BAYAN MUNA: LEAKED PH-CHINA LOAN AGREEMENT SHOWS ONEROUS, ONE-SIDED PROVISIONS FAVORING CHINA

BAYAN MUNA: LEAKED PH-CHINA LOAN AGREEMENT SHOWS ONEROUS, ONE-SIDED PROVISIONS FAVORING CHINA

Demands public access to official copies of all loan agreements with China

Bayan Muna Rep. Carlos Zarate and Bayan Muna Chairman Neri Colmenares today exposed an onerous, 20-year loan agreement with China and demanded government transparency by allowing the public to access its contents and related documents.

“The Loan Agreement for the Chico River Pump Irrigation Project is onerous and highly favors China. It is a disaster for the Philippines,” said Colmenares, who managed to acquire a copy of the document recently. “Worse, this PhP 3.6 Billion loan may just be one of the many secret loan agreements between the Philippines and China which could run in the billions”.

The agreement was signed between Ambassador Extraordinary and Plenipotenciary of China Zhaojian Hua, on behalf of the Export-Impot Bank of China, and Department of Finance Secretary Carlos Dominguez III, on behalf of the Philippine Government, on April 10, 2018.

High interest rate and cost

The contract sets an annual interest rate of 2% for the US$ 62.086 million loan (PhP 3.2 billion at current exchange rates but amounts to Php 3.6 Billion under Section 1.8 of the Agreement ) plus an annual “Commitment Fee” of .3% of the loan (Sec. 2.6) and a “Management Fee“ of .3% or US$ 186,260 (Sec. 2.5) .

“Furthermore, China demands that the loan be ‘paid in full without counterclaim or retention ’. It also provides that China will not pay any taxes or charges for the entire transaction including any interest income it earns from the loan. ” said Colmenares. “The 2% interest rate is exceedingly high compared to loans offered by other countries which only charge .25% per year. On top of this, there are other fees and charges that make this loan contract really onerous,” he said.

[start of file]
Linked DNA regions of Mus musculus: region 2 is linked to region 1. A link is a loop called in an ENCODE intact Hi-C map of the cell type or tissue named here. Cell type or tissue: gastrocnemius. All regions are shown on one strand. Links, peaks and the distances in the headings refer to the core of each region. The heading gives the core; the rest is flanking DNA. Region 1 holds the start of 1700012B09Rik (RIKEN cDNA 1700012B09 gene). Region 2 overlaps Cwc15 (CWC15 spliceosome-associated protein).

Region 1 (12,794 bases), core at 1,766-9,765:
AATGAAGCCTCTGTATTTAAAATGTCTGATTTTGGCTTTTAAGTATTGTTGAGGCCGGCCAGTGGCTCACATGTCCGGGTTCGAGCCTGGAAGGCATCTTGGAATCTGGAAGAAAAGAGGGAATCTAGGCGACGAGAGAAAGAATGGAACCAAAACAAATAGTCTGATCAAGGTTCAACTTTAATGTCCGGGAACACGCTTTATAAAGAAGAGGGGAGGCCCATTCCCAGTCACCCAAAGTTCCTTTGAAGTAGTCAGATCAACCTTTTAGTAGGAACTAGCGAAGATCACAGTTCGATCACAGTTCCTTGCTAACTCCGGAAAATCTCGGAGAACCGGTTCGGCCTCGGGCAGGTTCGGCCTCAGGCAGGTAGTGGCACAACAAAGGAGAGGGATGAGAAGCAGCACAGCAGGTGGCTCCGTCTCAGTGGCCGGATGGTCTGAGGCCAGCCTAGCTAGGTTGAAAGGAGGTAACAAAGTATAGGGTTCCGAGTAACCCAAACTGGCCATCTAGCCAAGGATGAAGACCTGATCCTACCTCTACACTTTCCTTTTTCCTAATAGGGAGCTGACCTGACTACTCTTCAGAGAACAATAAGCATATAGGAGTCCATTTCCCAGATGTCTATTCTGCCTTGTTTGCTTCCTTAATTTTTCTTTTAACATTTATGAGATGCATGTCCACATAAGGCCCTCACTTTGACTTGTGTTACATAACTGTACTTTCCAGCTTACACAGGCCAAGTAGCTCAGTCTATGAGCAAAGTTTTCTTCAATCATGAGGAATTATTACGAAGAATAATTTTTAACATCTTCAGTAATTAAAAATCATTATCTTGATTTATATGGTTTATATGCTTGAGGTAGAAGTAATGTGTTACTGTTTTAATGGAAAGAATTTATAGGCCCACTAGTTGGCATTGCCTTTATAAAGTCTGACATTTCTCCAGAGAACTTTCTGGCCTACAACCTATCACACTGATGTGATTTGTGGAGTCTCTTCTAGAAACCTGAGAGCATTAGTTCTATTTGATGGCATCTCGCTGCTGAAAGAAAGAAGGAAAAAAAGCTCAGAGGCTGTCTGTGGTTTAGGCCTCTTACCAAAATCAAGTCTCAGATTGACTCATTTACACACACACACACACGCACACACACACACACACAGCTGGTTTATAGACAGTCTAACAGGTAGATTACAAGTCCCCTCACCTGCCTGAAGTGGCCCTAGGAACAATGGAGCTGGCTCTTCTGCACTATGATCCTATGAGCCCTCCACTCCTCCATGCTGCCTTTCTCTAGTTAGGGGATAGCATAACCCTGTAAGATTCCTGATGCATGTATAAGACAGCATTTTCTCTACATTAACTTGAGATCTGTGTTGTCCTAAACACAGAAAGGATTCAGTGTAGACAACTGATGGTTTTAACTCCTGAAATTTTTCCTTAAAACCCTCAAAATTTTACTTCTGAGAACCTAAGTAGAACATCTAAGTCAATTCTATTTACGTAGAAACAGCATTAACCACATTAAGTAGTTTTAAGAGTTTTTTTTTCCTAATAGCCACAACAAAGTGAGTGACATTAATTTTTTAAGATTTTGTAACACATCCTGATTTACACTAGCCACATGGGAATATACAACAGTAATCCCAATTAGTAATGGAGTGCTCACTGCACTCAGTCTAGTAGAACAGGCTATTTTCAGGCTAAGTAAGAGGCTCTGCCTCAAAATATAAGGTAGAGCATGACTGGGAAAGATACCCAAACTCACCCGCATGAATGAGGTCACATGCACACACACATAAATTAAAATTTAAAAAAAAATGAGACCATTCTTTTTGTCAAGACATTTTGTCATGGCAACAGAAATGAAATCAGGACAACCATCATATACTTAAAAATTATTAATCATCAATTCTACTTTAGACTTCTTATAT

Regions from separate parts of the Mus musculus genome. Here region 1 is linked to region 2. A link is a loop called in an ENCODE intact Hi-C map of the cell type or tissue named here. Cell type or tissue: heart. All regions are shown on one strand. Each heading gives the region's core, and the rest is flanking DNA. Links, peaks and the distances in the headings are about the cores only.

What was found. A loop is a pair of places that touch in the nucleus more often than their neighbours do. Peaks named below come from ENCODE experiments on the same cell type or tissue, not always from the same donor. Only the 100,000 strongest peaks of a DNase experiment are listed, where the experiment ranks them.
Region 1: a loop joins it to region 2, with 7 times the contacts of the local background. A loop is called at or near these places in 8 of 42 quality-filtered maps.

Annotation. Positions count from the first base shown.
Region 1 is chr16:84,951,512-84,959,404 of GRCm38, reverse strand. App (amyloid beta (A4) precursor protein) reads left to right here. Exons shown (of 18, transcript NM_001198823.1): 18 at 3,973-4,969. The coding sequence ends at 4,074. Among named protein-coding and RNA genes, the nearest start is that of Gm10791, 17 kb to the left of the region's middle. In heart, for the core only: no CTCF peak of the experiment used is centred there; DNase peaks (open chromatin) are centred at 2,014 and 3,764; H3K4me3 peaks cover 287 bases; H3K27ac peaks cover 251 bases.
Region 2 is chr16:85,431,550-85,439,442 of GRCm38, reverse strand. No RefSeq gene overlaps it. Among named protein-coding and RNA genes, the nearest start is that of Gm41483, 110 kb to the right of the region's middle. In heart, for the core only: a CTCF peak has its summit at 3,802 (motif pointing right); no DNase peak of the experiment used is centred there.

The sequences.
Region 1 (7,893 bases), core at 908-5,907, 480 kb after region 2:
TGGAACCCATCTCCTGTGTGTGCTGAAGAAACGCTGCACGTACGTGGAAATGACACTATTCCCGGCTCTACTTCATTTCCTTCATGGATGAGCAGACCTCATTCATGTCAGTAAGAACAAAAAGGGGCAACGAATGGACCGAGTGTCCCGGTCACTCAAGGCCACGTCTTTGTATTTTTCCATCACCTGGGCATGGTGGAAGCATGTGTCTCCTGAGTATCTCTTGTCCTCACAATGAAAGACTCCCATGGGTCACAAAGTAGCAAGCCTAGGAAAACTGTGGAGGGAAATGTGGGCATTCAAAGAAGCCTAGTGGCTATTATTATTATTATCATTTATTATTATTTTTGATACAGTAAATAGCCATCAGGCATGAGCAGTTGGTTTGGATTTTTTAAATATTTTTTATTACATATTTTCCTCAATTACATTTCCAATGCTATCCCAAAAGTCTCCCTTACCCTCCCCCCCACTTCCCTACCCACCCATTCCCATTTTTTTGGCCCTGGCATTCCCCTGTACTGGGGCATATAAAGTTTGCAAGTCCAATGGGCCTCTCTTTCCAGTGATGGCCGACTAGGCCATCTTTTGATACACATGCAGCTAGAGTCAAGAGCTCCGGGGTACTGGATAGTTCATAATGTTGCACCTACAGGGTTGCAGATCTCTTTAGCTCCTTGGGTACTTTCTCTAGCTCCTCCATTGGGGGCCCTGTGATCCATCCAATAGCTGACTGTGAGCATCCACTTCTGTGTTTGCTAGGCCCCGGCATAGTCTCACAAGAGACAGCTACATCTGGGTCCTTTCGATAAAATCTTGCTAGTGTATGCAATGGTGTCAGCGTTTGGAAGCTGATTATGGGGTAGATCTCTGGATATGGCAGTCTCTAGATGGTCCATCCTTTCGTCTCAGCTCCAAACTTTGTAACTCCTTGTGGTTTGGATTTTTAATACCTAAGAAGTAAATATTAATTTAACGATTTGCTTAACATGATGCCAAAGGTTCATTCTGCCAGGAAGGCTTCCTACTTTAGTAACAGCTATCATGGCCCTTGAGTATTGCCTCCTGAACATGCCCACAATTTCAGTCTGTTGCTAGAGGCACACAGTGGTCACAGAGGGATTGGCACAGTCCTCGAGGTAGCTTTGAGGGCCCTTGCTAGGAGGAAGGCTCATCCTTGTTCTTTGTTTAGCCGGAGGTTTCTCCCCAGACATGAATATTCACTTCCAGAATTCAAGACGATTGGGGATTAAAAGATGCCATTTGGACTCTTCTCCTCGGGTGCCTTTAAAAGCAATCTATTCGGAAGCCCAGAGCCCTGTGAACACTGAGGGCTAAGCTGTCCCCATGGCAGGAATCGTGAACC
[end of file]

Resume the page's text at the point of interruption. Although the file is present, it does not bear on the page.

“China even dictated the content of our budget laws by demanding that payment should be automatically included in the General Appropriations Law , practically usurping the constitutional power of Congress to solely decide the content of our yearly budget,” said the former lawmaker.

Favored Chinese contractors

Colmenares lamented that despite the expensive rates imposed by China, which will be tax free, they still have the gall to require that the contractor be a Chinese company.

“Mabuti sana kung binigay yung pera, pero utang naman yon na babayaran natin sa mataas na interes. Bakit required na China CAMC Engineering Co. Ltd , ang contractor ng China ang gagawa, eh marami namang Pilipino ang kayang gawin ang proyekto?” asked Colmenares.

Colmenares warned that the Chinese contractor would most likely hire Chinese workers, adding to an even greater influx of Chinese workers, leading to the displacement of Filipino workers. “While Philippine laws require contractors to undergo a procurement or bidding process, China simply imposed its own contractor. Para na tayong probinsya ng Tsina na kaya nilang diktahan. These kinds of agreement is humiliating to the Philippines and must be stopped.”

Sellout of national patrimony

Colmenares also expressed fears that the Agreement will entail China’s ownership of patrimonial property as the Agreement does not allow immunity for patrimonial rights.

“A dangerous component of the Agreement is a vaguely worded provision under Section 8.1 that does not recognize our sovereign rights in the country and could allow China to take control of our patrimonial properties should we fail to pay the loan,” said Colmenares.